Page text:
Wednesday, 23 October 2013

The high price to pay for UK's nuclear renaissance

WITH 60% of the UK’s 100GW of electricity capacity due to come off line in the next decade the Government is anxiously pressing for new capacity to fill the gap.

The Energy Bill sets in place subsidies to support renewables technologies, such as offshore and onshore wind, to help with the transition from fossil fuels to a low carbon network.

But at this point in the game there is no hope of renewable technologies filling the looming energy gap – with significant breakthroughs in energy storage still some way off.

Hence the Government’s delight at securing the deal with EDF for a new nuclear power station at Hinkley Point, Somerset, which will generate 7% of the UK’s capacity when fully operational by 2020.

Nuclear power is a low carbon energy source and unlike intermittent renewables, such as solar and wind, is a reliable base-load option.

It therefore ticks two of the three boxes of what many in the industry like to call the ‘energy trilemma’ - it supports the UK’s energy security and is low carbon.

Whether it ticks the third box of affordability is open to conjecture.

The strike price deal of £92.50 per MW/h (megawatt hour) for 35 years is far below that of offshore wind at £155 per MW/h and if EDF embarks on a second reactor in Suffolk this price will fall to below £90 per MW/h.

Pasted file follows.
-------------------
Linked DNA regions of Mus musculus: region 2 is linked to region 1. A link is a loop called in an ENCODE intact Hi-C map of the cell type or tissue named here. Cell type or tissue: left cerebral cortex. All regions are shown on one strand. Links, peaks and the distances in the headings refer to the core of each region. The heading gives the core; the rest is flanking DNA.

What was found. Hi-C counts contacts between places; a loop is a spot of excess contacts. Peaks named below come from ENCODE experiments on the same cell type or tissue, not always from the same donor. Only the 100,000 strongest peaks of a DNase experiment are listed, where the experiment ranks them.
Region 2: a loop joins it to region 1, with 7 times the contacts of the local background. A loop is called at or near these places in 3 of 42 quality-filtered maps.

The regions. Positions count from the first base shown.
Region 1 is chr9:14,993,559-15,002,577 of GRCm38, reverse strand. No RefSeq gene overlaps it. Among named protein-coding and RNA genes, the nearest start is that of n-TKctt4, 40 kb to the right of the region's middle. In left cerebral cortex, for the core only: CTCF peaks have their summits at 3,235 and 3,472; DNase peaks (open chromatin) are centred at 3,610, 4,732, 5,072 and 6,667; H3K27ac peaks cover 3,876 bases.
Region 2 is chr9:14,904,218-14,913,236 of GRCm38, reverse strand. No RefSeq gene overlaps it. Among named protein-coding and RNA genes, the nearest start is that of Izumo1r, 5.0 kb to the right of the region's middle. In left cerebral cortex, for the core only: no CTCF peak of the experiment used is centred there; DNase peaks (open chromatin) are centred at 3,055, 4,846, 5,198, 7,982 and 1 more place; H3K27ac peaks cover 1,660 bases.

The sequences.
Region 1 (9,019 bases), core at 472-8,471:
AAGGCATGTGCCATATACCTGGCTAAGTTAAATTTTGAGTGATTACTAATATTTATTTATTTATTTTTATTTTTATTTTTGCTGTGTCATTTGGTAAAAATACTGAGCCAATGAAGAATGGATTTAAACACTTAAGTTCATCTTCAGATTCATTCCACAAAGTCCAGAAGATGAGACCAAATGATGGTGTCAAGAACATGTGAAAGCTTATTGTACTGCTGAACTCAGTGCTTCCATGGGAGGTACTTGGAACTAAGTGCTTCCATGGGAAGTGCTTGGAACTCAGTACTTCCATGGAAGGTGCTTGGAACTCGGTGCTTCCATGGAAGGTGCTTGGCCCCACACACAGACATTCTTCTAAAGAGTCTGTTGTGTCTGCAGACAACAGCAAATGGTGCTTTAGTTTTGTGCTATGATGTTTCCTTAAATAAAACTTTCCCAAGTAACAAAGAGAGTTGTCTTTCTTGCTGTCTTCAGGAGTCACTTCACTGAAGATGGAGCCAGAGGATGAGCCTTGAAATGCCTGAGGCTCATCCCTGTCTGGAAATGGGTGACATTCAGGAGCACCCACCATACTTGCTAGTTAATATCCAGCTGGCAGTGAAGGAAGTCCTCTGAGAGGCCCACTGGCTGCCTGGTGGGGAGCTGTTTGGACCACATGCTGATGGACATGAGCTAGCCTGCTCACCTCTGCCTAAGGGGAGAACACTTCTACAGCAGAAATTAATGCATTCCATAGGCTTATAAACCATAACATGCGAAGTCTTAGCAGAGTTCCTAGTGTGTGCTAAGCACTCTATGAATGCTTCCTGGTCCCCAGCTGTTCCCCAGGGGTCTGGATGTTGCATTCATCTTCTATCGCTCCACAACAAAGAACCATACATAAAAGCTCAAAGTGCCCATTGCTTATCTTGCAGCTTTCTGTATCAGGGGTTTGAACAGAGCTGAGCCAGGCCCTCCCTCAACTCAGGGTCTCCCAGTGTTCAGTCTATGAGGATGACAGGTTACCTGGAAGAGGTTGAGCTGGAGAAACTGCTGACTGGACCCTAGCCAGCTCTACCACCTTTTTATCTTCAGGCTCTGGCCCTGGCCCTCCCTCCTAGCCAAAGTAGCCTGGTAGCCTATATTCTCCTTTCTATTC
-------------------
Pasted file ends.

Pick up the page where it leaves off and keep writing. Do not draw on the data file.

But with wholesale market electricity prices between £40 and £50 per MW/h it will cost the hard-pressed bill payer in the long-run.

The Government flimsily argues that by 2030 the deal will save bill payers money, but this is based on assumptions that energy bills will continue to rise as we move from fossil fuels to low carbon power sources.

In fact by arguing the deal will save bill payers in the long term the energy department is effectively saying it expects energy bills to move north towards the £90 per MW/h EDF strike price by 2030 – which is a sobering thought for all.

While EDF has said it will put money to one side to pay for decommissioning and waste disposal, cost overruns are a feature of the nuclear industry.

Earlier this year Hinkley was estimated to cost £14 billion, but this week’s announcement has seen that already rise to £16 billion.

EDF and its construction partner fellow French Government owned company Areva are currently involved in two new nuclear builds in France and Finland, which are both behind schedule and costing more than anticipated.

At Flamanville in France the cost of a single European Pressurised Reactor (EPR) has tripled after four years delay to 8.5 billion euros.

The Finnish project using the same EPR is seven years late.

The UK Government has pledged to provide a loan guarantee for £10 billion of the Hinkley construction costs, exposing the taxpayer to potential liabilities should the project stall or fail.

With other consortia looking to build new nuclear plants in the UK the Government will hope this week’s announcement will re-start an industry which has lay dormant in the UK for a generation.


It is hoping resulting economies of scale may force prices down - but at a time of rising energy prices it is unlikely a UK nuclear renaissance will come cheaply for hard-pressed domestic and commercial bill-payers.

Ends